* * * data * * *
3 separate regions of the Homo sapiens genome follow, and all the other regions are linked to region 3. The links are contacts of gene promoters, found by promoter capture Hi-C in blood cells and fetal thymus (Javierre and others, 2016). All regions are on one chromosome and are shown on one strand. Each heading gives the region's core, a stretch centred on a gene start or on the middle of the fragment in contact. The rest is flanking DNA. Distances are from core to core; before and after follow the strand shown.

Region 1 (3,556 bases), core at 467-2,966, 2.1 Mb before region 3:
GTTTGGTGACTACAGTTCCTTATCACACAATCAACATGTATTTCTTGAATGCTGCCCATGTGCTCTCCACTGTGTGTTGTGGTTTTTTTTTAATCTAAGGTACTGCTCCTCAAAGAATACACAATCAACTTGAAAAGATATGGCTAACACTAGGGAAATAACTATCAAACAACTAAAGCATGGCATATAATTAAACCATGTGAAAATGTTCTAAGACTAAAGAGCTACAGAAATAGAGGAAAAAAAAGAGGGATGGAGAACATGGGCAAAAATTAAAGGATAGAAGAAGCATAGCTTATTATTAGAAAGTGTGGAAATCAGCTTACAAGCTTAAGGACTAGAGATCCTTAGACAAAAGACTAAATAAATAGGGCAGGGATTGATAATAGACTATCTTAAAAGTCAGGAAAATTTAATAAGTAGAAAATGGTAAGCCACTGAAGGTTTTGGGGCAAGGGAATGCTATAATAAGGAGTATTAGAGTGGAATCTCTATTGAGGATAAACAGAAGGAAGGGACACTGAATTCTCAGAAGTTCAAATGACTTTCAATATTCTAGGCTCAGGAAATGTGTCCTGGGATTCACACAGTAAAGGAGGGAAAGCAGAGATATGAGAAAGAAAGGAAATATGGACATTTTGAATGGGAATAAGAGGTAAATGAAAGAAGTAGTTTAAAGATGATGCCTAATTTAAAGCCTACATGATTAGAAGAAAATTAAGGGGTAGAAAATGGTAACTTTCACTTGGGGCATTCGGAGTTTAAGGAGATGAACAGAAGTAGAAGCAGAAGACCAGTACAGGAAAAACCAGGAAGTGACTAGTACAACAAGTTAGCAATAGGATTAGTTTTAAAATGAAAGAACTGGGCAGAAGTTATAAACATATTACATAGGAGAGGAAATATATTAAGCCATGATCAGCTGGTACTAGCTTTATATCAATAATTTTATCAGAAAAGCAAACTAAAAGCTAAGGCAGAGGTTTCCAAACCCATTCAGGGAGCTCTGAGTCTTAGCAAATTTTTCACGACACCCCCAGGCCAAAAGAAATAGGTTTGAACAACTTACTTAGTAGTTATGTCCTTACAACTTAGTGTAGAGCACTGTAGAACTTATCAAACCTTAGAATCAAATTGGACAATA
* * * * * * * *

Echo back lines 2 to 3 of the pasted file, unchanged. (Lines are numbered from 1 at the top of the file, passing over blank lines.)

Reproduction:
Region 1 (3,556 bases), core at 467-2,966, 2.1 Mb before region 3:
GTTTGGTGACTACAGTTCCTTATCACACAATCAACATGTATTTCTTGAATGCTGCCCATGTGCTCTCCACTGTGTGTTGTGGTTTTTTTTTAATCTAAGGTACTGCTCCTCAAAGAATACACAATCAACTTGAAAAGATATGGCTAACACTAGGGAAATAACTATCAAACAACTAAAGCATGGCATATAATTAAACCATGTGAAAATGTTCTAAGACTAAAGAGCTACAGAAATAGAGGAAAAAAAAGAGGGATGGAGAACATGGGCAAAAATTAAAGGATAGAAGAAGCATAGCTTATTATTAGAAAGTGTGGAAATCAGCTTACAAGCTTAAGGACTAGAGATCCTTAGACAAAAGACTAAATAAATAGGGCAGGGATTGATAATAGACTATCTTAAAAGTCAGGAAAATTTAATAAGTAGAAAATGGTAAGCCACTGAAGGTTTTGGGGCAAGGGAATGCTATAATAAGGAGTATTAGAGTGGAATCTCTATTGAGGATAAACAGAAGGAAGGGACACTGAATTCTCAGAAGTTCAAATGACTTTCAATATTCTAGGCTCAGGAAATGTGTCCTGGGATTCACACAGTAAAGGAGGGAAAGCAGAGATATGAGAAAGAAAGGAAATATGGACATTTTGAATGGGAATAAGAGGTAAATGAAAGAAGTAGTTTAAAGATGATGCCTAATTTAAAGCCTACATGATTAGAAGAAAATTAAGGGGTAGAAAATGGTAACTTTCACTTGGGGCATTCGGAGTTTAAGGAGATGAACAGAAGTAGAAGCAGAAGACCAGTACAGGAAAAACCAGGAAGTGACTAGTACAACAAGTTAGCAATAGGATTAGTTTTAAAATGAAAGAACTGGGCAGAAGTTATAAACATATTACATAGGAGAGGAAATATATTAAGCCATGATCAGCTGGTACTAGCTTTATATCAATAATTTTATCAGAAAAGCAAACTAAAAGCTAAGGCAGAGGTTTCCAAACCCATTCAGGGAGCTCTGAGTCTTAGCAAATTTTTCACGACACCCCCAGGCCAAAAGAAATAGGTTTGAACAACTTACTTAGTAGTTATGTCCTTACAACTTAGTGTAGAGCACTGTAGAACTTATCAAACCTTAGAATCAAATTGGACAATA